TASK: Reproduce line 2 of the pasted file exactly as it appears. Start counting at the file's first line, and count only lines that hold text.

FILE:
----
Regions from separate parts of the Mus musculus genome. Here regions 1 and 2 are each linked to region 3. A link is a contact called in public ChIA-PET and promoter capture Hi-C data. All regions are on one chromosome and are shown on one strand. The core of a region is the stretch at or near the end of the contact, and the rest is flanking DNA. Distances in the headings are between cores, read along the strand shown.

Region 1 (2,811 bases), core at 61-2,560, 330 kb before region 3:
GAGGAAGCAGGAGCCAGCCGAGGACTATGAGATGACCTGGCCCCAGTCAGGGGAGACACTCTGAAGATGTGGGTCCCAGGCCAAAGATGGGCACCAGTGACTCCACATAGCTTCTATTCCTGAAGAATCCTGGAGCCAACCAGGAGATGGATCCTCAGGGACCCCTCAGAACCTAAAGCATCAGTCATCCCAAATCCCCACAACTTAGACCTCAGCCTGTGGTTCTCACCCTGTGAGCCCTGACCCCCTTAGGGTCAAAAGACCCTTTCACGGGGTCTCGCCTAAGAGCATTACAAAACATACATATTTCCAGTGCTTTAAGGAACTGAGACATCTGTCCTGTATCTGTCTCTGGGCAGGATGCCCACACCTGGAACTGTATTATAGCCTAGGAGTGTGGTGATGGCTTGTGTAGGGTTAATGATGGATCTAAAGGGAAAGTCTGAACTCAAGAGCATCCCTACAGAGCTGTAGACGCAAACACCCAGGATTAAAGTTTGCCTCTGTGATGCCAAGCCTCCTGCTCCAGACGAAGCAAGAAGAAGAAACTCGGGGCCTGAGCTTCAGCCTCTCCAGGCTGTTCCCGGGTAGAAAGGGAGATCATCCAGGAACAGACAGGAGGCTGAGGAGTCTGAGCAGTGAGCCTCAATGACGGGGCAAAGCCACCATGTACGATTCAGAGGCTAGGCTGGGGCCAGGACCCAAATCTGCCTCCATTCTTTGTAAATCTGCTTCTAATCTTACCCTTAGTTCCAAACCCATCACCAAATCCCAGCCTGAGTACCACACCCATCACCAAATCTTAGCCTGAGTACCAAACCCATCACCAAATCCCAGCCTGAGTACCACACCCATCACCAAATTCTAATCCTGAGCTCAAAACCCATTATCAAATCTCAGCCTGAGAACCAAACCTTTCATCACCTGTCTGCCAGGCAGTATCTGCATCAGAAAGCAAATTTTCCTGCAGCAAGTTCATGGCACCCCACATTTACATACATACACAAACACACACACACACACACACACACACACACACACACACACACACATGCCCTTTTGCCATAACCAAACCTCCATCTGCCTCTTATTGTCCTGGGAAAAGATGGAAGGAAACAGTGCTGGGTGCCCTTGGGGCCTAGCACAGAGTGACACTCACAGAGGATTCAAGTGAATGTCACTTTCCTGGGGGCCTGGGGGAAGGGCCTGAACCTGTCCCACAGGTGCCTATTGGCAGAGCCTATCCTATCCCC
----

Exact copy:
Region 1 (2,811 bases), core at 61-2,560, 330 kb before region 3: